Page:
cess parameters described in the literature apply to your specific product.
Document your findings in the food
safety plan. If risks do exist, construct
a strategy for mitigation and management. An example can be found in
Table 2. Develop procedures and training for personnel.
The following are example strategies for managing the potential risk of
pathogenic microorganism growth and
subsequent toxin production. Strategies
may vary with the type of matrix, sanitary design of the equipment, manufacturing practices, sanitation frequency,
or other factors. Work with an expert
microbiologist to formulate an effective
control strategy tailored to your manufacturing facility. Examples include:
1. Control of residence time
Establish allowable maximum resi-
dence time based on the highest occur-
ring temperature in the matrix. If the
temperature of the material at its warm-
est area in the system can be maintained
at 50 °F or lower, then residence time
will most likely depend on other factors
such as quality. Do not allow the high-
moisture matrix to remain at a tempera-
ture longer than results from modeling
or a challenge study dictate. Remove
material from production before that
occurs. If the process for the matrix is
continuous, then the maximum length
of time between full sanitation cycles
will be determined by the results of
modeling or the challenge study unless
interdictive cleaning is implemented.
2. Sanitation and interdictive cleaning
Interdictive cleaning is a step that
may be taken between full sanitation
cycles. It refers to simple scraping to
remove product from the specific locations identified as hang-up points
in the initial risk assessment. A food
manufacturer needs to tailor sanitation
practices to the holding time allowed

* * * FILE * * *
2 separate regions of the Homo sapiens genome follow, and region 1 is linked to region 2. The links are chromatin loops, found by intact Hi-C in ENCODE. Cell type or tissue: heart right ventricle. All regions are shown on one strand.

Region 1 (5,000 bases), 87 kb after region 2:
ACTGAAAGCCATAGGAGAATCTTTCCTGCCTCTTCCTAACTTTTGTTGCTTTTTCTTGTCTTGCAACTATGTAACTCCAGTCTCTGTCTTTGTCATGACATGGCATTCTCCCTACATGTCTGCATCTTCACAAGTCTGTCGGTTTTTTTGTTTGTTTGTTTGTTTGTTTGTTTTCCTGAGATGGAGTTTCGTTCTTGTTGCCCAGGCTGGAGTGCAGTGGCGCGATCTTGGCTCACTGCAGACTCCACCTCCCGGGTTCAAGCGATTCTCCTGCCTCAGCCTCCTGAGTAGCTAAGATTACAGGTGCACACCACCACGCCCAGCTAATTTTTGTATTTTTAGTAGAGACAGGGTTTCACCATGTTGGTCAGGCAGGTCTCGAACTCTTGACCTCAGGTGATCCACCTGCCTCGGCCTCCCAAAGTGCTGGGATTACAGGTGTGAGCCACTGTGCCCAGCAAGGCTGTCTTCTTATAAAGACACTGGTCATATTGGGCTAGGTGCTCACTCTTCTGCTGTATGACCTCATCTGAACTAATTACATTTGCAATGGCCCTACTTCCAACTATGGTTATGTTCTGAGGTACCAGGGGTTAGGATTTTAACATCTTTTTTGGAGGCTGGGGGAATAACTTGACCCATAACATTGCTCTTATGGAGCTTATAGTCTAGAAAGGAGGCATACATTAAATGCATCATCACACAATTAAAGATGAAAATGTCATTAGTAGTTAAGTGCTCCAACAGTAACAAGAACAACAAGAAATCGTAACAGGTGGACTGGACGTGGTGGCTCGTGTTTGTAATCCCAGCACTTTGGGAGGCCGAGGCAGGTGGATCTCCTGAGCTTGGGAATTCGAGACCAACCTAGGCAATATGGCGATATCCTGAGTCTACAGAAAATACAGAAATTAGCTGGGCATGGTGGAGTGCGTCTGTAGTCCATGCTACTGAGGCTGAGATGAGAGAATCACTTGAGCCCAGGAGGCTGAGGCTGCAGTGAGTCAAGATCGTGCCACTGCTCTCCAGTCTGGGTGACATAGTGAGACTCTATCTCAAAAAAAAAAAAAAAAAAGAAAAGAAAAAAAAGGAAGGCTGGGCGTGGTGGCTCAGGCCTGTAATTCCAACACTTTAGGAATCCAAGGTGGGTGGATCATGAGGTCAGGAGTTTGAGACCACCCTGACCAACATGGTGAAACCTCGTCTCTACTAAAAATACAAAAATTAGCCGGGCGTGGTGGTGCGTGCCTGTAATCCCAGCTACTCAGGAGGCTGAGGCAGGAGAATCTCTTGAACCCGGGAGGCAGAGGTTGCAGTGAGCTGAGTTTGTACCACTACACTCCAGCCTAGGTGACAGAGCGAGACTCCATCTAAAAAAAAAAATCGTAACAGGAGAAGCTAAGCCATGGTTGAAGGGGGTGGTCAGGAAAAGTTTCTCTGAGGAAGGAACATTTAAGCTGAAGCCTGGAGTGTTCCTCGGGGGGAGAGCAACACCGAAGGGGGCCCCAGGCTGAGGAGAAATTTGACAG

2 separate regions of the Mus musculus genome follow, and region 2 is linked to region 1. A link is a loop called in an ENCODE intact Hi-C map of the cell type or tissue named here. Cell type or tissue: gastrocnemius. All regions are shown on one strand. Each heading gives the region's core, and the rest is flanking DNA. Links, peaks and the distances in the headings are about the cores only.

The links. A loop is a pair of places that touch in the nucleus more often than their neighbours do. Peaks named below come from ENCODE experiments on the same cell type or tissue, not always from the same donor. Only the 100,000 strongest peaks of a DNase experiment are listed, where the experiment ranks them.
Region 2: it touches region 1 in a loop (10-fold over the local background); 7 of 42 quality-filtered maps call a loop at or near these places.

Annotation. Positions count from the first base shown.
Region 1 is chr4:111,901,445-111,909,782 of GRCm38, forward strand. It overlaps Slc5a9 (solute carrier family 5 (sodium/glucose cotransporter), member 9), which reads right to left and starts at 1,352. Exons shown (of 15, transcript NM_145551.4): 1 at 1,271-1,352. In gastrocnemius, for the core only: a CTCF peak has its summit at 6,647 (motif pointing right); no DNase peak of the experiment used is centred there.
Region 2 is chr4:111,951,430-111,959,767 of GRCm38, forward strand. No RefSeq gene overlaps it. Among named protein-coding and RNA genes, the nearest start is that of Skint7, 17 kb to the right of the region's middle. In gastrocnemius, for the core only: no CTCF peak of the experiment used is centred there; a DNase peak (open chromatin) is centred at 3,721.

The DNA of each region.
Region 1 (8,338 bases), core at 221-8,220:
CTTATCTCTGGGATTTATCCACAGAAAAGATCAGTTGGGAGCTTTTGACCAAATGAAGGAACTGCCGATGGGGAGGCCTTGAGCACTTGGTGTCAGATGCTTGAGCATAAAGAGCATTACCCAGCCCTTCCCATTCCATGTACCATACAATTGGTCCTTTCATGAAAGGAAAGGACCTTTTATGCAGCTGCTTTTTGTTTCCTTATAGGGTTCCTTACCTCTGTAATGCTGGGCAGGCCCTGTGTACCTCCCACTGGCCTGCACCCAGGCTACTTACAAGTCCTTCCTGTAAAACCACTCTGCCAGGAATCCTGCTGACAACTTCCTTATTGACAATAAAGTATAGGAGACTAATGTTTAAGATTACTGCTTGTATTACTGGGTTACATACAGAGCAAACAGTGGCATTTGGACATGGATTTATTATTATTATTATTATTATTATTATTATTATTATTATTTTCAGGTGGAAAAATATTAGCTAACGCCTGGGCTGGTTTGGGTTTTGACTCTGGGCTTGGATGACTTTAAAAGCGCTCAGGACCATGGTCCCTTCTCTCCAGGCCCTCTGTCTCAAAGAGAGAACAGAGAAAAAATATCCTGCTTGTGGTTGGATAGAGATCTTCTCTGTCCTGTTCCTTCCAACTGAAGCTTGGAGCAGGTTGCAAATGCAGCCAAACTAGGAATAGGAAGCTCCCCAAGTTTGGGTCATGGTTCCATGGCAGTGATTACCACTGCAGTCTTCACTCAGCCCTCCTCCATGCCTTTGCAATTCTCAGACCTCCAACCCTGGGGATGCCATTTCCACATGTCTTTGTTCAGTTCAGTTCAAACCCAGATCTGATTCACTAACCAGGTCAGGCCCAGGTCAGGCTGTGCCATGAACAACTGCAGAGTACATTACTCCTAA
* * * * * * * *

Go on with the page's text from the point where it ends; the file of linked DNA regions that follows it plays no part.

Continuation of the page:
for high-moisture WIP based on the
warmest temperature of the material.
So that growth cannot reach the food
safety limit for toxin production (e.g.,
of slurry in
the tank or
> 96 °F
Rinse-down (or other
measures) of the
hang-up points must
be performed within:
< 2 hours
Table 1. Maximum Allowable Residence
Time for Slurry Based on Temperature
Note: The above example is provided for
illustration purposes only. These temperatures and times may vary based on the intrinsic and extrinsic properties of the evaluated matrix and manufacturing conditions.
Manufacturing facilities must perform a
Hazard Analysis specific to their matrix and
identify appropriate preventive controls.
Slurry Temperature Control
Growth of B. cereus to levels where enterotoxin may be produced. (Water activity of slurry is > 0.95 and pH is 6.0.)
Parameters for control:
During normal manufacturing, slurry temperature is maintained below 65 °F and a maximum time of less than 17 hours
between interdictive cleanings is allowed. When downtime occurs, temperatures are monitored every 30 minutes and compared with Table 1 to determine allowable hold time until such time that slurry must be destroyed and interdictive cleaning
What: Holding tank temperatures
How: Programmable logic controller probes
Who: SPC system
Corrective actions in the event of monitoring failure: All product produced back to the start of the deviation shall be restricted and placed on HOLD for a food safety evaluation OR product is destroyed OR product is diverted to nonfood use.
Appropriate Sanitation Standard Operating Procedures shall be implemented.
Record keeping: Printouts, charts, or readings from continuous temperature-recording devices AND record of visual checks
of recorded data are maintained per the company policy.
Verification: Temperatures are collected from temperature-reading/recording devices and compared/calibrated daily to a
National Institute of Standards-certified thermometer using accepted procedures. All records are reviewed within 1 week to
ensure completeness and to ensure that any critical-limit deviations were appropriately addressed.
Validation/reference: Based on Pathogen Modeling Program modeling.
Table 2. Slurry Management Strategy for the Control of B. cereus
Note: The above example is provided for illustration purposes only. Manufacturing facilities must perform a Hazard Analysis specific to their
matrix and identify appropriate preventive controls. Qualified individuals assigned to preventive controls monitoring, corrective actions, verification, and record-keeping activities must receive appropriate training for the tasks.